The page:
May 24, 2011 / 11:48 AM / 7 years ago

RPT-BAY STREET-Canada banks may soon show their vulnerable side

(Repeats column first run May 22 without changes)

* Big Six expected to report another solid quarter

* Looking ahead, slower retail lending expected

* Commercial lending growth won’t make up difference

* Canadian banks have outperformed broader market in 2011

* Bank stocks may rise further, but big gains likely muted

By Euan Rocha

TORONTO, May 22 (Reuters) - Canada’s big banks, after prospering so long from a resilient domestic housing market, may soon start feeling some pressure as mortgage lending begins to cool down across the country.

Backed by earnings growth and rock-solid balance sheets, shares of Royal Bank (RY.TO), Toronto-Dominion Bank (TD.TO), Canadian Imperial Bank of Commerce (CM.TO), Bank of Montreal (BMO.TO), Bank of Nova Scotia (BNS.TO) and National Bank of Canada (NA.TO) have outpaced the broader market this year.

But the stocks may have trouble keeping this momentum in place as retail lending, particularly mortgages, heads for a dry spell.

For now, the banks are sitting pretty. Over the coming two weeks the banks are set to report another quarter of steady earnings growth, as loan loss provisions moderate and profits benefit from the strong retail lending gains booked in 2010.

Given their recent track record, it is understandable why some might take this trajectory for granted. But after some outsized share price gains this year, investors may need to be more cautious, analysts say.

To guard against a U.S.-style housing meltdown, the Canadian government has tightened rules on mortgage lending. The prospects of rising interest rates could also temper growth in mortgage lending and expected gains in commercial lending probably won’t make up the difference.

“The household credit market is about three times larger than the business lending market, so a slowdown in the housing market will have a bigger impact than an improvement in the commercial lending market,” said National Bank analyst Peter Routledge.

"Generally speaking, we think you are going to see slower overall earnings growth from the bread-and-butter business, which is personal and commercial banking in Canada," he said, in reference to the current quarter and beyond. <^^^^^^^^^^^^^^^^^^^^^^^^^^^^^^^^^^^^^^^^^^^^^^^^^^^^^^^^^^^^^ For share performance graphic: For StarMine Data on Banks: For graphic on CPI/benchmark rate: ^^^^^^^^^^^^^^^^^^^^^^^^^^^^^^^^^^^^^^^^^^^^^^^^^^^^^^^^^^^^^>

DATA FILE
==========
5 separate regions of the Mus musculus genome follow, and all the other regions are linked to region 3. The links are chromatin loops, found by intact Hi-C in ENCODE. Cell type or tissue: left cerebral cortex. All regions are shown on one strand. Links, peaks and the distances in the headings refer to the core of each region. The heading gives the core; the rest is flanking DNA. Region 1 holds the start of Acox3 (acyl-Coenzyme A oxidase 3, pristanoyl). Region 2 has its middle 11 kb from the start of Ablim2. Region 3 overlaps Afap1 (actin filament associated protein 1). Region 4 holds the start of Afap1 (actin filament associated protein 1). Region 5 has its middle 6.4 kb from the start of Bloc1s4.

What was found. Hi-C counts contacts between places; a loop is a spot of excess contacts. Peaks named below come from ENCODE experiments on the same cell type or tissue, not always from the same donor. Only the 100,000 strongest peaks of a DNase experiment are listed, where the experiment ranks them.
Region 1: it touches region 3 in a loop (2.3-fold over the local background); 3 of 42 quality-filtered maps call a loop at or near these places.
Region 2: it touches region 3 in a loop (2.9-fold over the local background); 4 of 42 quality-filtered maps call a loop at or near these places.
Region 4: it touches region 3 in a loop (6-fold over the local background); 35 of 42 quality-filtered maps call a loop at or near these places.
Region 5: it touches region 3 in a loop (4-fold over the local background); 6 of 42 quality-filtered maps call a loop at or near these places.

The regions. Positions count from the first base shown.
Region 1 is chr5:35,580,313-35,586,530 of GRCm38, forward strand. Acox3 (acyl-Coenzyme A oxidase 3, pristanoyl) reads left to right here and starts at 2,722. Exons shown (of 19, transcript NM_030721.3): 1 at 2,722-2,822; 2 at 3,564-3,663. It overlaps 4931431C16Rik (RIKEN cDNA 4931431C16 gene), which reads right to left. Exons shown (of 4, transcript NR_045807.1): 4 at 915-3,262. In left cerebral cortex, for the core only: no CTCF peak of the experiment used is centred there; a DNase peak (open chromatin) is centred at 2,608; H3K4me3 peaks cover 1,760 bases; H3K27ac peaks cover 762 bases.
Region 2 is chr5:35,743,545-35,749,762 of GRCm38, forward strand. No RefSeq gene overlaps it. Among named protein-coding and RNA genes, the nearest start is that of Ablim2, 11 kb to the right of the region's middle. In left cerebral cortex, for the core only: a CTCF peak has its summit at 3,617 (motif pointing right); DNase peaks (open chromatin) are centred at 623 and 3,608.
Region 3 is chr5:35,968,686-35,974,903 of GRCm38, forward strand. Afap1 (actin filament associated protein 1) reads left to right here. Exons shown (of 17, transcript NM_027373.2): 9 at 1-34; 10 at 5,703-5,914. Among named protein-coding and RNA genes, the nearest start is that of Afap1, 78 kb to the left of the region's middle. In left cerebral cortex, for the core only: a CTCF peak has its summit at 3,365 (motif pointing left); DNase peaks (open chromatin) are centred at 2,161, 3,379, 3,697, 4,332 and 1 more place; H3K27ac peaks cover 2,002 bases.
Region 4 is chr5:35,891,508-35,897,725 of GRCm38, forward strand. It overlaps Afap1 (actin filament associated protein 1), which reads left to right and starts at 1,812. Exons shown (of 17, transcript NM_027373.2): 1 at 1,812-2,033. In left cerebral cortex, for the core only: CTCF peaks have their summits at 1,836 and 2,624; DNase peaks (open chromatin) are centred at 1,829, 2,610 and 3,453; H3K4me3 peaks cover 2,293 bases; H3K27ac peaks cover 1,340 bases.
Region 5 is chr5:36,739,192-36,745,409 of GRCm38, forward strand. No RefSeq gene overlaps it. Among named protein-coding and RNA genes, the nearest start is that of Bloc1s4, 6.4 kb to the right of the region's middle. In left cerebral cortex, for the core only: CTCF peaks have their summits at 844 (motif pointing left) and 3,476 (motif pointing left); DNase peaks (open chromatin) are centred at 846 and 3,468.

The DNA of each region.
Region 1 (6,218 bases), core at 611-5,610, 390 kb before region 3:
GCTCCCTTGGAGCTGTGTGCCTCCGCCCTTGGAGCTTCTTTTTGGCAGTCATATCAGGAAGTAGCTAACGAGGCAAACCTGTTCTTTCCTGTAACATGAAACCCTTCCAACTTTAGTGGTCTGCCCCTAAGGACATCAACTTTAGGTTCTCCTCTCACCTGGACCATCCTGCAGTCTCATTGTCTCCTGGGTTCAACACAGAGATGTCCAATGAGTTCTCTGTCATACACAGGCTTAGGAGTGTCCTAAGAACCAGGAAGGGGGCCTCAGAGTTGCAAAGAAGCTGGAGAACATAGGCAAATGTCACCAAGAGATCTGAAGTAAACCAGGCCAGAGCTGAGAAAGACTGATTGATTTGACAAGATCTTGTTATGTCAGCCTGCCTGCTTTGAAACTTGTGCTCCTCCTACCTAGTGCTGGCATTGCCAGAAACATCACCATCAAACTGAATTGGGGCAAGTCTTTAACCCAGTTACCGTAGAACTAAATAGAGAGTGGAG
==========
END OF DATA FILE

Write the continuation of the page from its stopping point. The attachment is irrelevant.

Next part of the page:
U.S. banks this year have struggled with revenue growth and their shares have tumbled. By contrast, shares of Canadian banks are up more than 10 percent on average this year, easily outpacing a roughly 1.5 percent gain in Canada’s bluechip index the S&P TSX 60 .TSE60.

Canadian banks however may now be entering a period of transition, as retail lending loses steam and commercial lending begins to gather pace. [ID:nN15208168] [ID:nN15209406]

“If the Canadian banks are able to maintain modest earnings growth, you’re likely going to see modest valuation increases,” said Barclays Capital analyst John Aiken. But any share price gains are likely to be tepid compared with the beginning of the year, he added.

“Given the dynamics of a slowing revenue environment, the banks that are going to succeed, or surprise positively are going to be those that are able to manage costs better,” he said.


Royal Bank, TD and BMO, all of which have large operations south of the border, could benefit this period from a healthier U.S. credit environment, as loan loss provisions continue to wane. That said, the strength of the Canadian dollar could erode some of these gains, analysts said.

On top of that, volatility in capital markets revenue, which includes gains from trading, underwriting and brokerage services, is expected to persist.

“The fact that the capital markets numbers look to have been softer quarter-on-quarter and the fact that it’s a shorter quarter leads us to expect a pullback in sequential earnings,” said CIBC analyst Robert Sedran, while adding that year-on-year growth will still look healthy.

National Bank, smallest of the Big Six, is often the most sensitive to fluctuations in the capital markets segment, while the CIBC is typically the least exposed to swings in this area, due to its large focus on retail banking.

Bank of Nova Scotia, scheduled to be the last of the six to report, could see revenue and earnings benefit from the recent acquisition of DundeeWealth.

Investors might also see National Bank and Royal Bank raise dividends over the coming week, as the payout ratios of both banks are near the low-end of their respective target ranges, analysts said. (Editing by Frank McGurty and Jeffrey Hodgson)

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